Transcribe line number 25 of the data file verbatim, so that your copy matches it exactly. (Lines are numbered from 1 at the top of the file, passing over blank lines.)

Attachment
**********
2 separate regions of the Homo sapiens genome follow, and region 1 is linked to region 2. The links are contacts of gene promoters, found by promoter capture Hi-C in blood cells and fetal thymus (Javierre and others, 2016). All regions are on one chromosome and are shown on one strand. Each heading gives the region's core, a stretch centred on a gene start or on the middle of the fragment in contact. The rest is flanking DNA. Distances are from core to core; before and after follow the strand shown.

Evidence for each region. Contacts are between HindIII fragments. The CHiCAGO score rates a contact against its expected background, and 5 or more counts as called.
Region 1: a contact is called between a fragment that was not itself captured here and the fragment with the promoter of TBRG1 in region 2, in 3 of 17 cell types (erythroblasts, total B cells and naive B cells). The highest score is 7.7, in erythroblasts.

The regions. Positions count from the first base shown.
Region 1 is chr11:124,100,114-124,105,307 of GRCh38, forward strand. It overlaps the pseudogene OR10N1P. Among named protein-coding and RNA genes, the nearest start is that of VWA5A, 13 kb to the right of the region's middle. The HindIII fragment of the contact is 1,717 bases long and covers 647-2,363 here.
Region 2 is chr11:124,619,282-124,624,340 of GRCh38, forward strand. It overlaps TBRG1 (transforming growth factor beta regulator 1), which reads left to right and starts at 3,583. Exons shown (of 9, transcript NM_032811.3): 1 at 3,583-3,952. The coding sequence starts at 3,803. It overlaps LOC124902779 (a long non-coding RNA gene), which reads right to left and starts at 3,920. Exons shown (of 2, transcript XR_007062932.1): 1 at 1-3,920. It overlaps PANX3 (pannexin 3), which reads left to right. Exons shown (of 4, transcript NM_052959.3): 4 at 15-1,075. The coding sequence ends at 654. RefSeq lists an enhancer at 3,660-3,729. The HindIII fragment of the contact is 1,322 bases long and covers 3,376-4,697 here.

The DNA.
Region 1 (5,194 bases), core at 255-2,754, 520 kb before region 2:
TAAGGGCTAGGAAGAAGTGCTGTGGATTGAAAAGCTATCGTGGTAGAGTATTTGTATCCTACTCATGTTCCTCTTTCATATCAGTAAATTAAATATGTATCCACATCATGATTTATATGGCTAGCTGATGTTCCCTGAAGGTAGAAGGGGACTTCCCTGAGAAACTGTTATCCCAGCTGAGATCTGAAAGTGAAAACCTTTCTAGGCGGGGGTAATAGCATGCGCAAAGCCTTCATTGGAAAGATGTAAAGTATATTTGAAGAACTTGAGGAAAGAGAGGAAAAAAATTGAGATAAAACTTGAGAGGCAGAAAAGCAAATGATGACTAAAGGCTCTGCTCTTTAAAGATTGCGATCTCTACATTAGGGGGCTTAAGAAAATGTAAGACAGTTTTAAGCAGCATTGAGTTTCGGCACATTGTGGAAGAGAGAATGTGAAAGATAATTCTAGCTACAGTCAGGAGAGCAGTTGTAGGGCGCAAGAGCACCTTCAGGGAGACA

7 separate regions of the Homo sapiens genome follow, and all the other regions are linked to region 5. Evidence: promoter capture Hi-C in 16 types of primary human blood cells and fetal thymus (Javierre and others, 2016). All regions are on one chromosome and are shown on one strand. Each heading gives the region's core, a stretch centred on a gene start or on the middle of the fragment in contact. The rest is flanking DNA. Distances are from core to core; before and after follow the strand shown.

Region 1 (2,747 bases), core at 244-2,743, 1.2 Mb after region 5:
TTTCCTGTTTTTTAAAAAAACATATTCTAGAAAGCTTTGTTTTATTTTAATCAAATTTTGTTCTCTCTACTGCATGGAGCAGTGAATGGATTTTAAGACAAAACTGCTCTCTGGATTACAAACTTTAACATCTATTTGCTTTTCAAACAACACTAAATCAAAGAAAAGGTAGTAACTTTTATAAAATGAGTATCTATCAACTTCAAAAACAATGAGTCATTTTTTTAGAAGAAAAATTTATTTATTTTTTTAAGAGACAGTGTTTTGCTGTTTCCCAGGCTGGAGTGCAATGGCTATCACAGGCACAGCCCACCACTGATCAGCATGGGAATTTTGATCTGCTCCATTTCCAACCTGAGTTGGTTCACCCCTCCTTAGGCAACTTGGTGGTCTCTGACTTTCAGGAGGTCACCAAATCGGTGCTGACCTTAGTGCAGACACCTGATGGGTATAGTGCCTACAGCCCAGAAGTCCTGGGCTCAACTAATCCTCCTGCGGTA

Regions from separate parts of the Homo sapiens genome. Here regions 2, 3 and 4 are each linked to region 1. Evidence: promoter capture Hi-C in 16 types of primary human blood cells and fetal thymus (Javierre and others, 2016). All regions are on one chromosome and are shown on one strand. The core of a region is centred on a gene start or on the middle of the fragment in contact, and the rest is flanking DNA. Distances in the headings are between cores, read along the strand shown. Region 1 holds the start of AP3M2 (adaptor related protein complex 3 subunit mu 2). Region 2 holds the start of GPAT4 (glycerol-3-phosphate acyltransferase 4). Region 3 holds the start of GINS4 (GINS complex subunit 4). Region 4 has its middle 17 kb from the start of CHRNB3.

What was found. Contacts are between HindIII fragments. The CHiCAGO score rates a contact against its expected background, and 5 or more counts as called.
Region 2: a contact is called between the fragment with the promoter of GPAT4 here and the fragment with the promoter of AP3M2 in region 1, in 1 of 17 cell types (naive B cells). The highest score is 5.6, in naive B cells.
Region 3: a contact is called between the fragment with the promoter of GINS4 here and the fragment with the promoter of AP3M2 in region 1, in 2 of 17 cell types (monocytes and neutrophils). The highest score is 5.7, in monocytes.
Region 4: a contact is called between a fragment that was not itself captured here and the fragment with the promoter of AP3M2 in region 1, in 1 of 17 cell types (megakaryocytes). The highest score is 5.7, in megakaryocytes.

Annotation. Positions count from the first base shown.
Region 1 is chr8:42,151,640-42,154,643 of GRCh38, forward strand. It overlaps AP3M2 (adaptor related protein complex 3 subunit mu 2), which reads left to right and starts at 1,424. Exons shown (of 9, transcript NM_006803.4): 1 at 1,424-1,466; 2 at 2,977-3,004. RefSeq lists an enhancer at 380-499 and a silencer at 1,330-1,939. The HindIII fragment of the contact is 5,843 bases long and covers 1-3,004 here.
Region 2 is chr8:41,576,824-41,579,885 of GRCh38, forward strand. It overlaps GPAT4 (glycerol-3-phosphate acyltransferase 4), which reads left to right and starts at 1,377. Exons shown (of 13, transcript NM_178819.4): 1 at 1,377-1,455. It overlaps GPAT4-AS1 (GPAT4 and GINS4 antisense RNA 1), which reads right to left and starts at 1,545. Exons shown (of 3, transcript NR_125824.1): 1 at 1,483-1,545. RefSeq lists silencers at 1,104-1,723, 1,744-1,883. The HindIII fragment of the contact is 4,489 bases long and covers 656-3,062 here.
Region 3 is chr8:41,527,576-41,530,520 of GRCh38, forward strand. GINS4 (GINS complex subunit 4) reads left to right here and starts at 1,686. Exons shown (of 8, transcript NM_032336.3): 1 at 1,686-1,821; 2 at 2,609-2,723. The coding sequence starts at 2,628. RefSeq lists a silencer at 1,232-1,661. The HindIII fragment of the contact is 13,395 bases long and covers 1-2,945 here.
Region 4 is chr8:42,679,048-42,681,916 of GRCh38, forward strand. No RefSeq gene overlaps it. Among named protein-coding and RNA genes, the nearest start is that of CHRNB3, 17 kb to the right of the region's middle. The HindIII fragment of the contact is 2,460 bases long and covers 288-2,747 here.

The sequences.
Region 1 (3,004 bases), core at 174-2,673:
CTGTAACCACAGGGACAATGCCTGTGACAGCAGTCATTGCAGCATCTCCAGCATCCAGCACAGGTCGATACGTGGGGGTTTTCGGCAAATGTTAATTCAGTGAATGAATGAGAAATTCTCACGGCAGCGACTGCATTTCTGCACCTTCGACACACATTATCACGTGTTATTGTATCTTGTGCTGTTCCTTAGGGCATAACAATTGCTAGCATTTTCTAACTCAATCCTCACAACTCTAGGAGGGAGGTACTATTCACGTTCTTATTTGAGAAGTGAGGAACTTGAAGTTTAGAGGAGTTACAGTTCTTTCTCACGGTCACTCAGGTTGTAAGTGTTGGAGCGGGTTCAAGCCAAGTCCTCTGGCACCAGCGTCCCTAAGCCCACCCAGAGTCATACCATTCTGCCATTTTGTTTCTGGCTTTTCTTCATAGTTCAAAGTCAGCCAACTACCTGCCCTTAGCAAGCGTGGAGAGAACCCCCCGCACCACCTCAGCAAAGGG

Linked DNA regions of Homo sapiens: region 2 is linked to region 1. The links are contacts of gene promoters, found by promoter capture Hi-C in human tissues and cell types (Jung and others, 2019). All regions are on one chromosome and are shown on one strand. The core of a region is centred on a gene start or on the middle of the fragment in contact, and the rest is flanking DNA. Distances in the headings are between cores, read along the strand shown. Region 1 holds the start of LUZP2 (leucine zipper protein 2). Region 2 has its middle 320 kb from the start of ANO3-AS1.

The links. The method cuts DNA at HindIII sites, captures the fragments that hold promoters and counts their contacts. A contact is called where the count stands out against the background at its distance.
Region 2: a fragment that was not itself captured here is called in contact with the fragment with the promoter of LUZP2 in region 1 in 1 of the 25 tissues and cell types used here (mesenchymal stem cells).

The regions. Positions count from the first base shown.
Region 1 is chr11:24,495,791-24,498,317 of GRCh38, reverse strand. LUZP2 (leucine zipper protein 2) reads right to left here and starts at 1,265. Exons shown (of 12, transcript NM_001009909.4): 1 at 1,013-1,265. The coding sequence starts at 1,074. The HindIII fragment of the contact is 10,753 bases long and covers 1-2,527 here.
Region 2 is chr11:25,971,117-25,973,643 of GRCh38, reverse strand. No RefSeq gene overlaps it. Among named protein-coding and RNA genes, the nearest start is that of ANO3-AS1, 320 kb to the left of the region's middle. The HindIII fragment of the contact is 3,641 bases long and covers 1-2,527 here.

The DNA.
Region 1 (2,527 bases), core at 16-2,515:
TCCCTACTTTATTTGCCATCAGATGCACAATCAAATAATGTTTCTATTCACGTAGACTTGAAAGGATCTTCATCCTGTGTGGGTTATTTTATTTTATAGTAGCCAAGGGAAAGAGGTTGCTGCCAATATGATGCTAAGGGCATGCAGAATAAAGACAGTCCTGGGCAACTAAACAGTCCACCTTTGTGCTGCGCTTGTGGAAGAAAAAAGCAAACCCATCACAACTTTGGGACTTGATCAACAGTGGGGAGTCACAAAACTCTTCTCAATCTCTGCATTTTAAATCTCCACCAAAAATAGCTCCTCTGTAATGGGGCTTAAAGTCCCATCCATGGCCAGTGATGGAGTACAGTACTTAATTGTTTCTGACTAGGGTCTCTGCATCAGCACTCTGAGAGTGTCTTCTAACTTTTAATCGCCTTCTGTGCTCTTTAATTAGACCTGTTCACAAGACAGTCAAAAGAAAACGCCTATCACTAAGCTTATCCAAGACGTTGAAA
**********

CTGTAACCACAGGGACAATGCCTGTGACAGCAGTCATTGCAGCATCTCCAGCATCCAGCACAGGTCGATACGTGGGGGTTTTCGGCAAATGTTAATTCAGTGAATGAATGAGAAATTCTCACGGCAGCGACTGCATTTCTGCACCTTCGACACACATTATCACGTGTTATTGTATCTTGTGCTGTTCCTTAGGGCATAACAATTGCTAGCATTTTCTAACTCAATCCTCACAACTCTAGGAGGGAGGTACTATTCACGTTCTTATTTGAGAAGTGAGGAACTTGAAGTTTAGAGGAGTTACAGTTCTTTCTCACGGTCACTCAGGTTGTAAGTGTTGGAGCGGGTTCAAGCCAAGTCCTCTGGCACCAGCGTCCCTAAGCCCACCCAGAGTCATACCATTCTGCCATTTTGTTTCTGGCTTTTCTTCATAGTTCAAAGTCAGCCAACTACCTGCCCTTAGCAAGCGTGGAGAGAACCCCCCGCACCACCTCAGCAAAGGG